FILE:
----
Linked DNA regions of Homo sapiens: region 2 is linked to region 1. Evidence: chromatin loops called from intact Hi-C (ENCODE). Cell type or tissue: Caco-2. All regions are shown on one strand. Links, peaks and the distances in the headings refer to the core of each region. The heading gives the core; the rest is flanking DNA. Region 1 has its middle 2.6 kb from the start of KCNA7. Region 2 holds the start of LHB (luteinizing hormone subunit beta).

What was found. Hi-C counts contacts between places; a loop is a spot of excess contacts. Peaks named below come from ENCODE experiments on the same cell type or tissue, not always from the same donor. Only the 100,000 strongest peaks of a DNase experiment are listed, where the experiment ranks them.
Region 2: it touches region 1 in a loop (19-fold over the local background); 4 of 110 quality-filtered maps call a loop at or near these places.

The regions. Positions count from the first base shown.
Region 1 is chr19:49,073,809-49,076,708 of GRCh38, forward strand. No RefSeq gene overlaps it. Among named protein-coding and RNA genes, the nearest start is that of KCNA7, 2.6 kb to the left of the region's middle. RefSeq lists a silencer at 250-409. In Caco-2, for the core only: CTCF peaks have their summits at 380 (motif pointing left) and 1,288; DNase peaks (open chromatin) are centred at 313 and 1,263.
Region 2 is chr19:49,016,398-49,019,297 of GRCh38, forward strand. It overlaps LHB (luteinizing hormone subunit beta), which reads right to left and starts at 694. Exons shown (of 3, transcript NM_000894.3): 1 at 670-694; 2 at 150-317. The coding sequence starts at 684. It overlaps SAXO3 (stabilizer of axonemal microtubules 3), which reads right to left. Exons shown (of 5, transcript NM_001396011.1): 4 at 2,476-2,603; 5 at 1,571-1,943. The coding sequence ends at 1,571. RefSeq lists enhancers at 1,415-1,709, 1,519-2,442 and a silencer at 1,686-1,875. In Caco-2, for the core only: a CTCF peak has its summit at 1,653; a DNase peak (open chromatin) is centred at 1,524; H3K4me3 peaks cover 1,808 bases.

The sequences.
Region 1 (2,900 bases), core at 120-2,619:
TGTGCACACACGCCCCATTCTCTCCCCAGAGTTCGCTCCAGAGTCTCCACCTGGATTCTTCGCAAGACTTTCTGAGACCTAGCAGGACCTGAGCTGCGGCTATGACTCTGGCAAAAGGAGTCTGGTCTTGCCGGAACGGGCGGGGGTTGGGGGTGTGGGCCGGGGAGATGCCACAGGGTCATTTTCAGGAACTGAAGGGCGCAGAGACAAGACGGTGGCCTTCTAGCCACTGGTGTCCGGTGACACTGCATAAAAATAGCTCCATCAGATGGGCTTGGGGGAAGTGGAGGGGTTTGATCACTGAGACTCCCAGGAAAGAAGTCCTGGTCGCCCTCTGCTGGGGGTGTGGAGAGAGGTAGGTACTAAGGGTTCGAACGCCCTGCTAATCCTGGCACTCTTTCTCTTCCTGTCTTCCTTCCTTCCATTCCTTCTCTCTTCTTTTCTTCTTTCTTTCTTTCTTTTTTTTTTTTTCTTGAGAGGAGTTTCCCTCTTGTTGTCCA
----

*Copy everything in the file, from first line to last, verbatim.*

Linked DNA regions of Homo sapiens: region 2 is linked to region 1. Evidence: chromatin loops called from intact Hi-C (ENCODE). Cell type or tissue: Caco-2. All regions are shown on one strand. Links, peaks and the distances in the headings refer to the core of each region. The heading gives the core; the rest is flanking DNA. Region 1 has its middle 2.6 kb from the start of KCNA7. Region 2 holds the start of LHB (luteinizing hormone subunit beta).

What was found. Hi-C counts contacts between places; a loop is a spot of excess contacts. Peaks named below come from ENCODE experiments on the same cell type or tissue, not always from the same donor. Only the 100,000 strongest peaks of a DNase experiment are listed, where the experiment ranks them.
Region 2: it touches region 1 in a loop (19-fold over the local background); 4 of 110 quality-filtered maps call a loop at or near these places.

The regions. Positions count from the first base shown.
Region 1 is chr19:49,073,809-49,076,708 of GRCh38, forward strand. No RefSeq gene overlaps it. Among named protein-coding and RNA genes, the nearest start is that of KCNA7, 2.6 kb to the left of the region's middle. RefSeq lists a silencer at 250-409. In Caco-2, for the core only: CTCF peaks have their summits at 380 (motif pointing left) and 1,288; DNase peaks (open chromatin) are centred at 313 and 1,263.
Region 2 is chr19:49,016,398-49,019,297 of GRCh38, forward strand. It overlaps LHB (luteinizing hormone subunit beta), which reads right to left and starts at 694. Exons shown (of 3, transcript NM_000894.3): 1 at 670-694; 2 at 150-317. The coding sequence starts at 684. It overlaps SAXO3 (stabilizer of axonemal microtubules 3), which reads right to left. Exons shown (of 5, transcript NM_001396011.1): 4 at 2,476-2,603; 5 at 1,571-1,943. The coding sequence ends at 1,571. RefSeq lists enhancers at 1,415-1,709, 1,519-2,442 and a silencer at 1,686-1,875. In Caco-2, for the core only: a CTCF peak has its summit at 1,653; a DNase peak (open chromatin) is centred at 1,524; H3K4me3 peaks cover 1,808 bases.

The sequences.
Region 1 (2,900 bases), core at 120-2,619:
TGTGCACACACGCCCCATTCTCTCCCCAGAGTTCGCTCCAGAGTCTCCACCTGGATTCTTCGCAAGACTTTCTGAGACCTAGCAGGACCTGAGCTGCGGCTATGACTCTGGCAAAAGGAGTCTGGTCTTGCCGGAACGGGCGGGGGTTGGGGGTGTGGGCCGGGGAGATGCCACAGGGTCATTTTCAGGAACTGAAGGGCGCAGAGACAAGACGGTGGCCTTCTAGCCACTGGTGTCCGGTGACACTGCATAAAAATAGCTCCATCAGATGGGCTTGGGGGAAGTGGAGGGGTTTGATCACTGAGACTCCCAGGAAAGAAGTCCTGGTCGCCCTCTGCTGGGGGTGTGGAGAGAGGTAGGTACTAAGGGTTCGAACGCCCTGCTAATCCTGGCACTCTTTCTCTTCCTGTCTTCCTTCCTTCCATTCCTTCTCTCTTCTTTTCTTCTTTCTTTCTTTCTTTTTTTTTTTTTCTTGAGAGGAGTTTCCCTCTTGTTGTCCA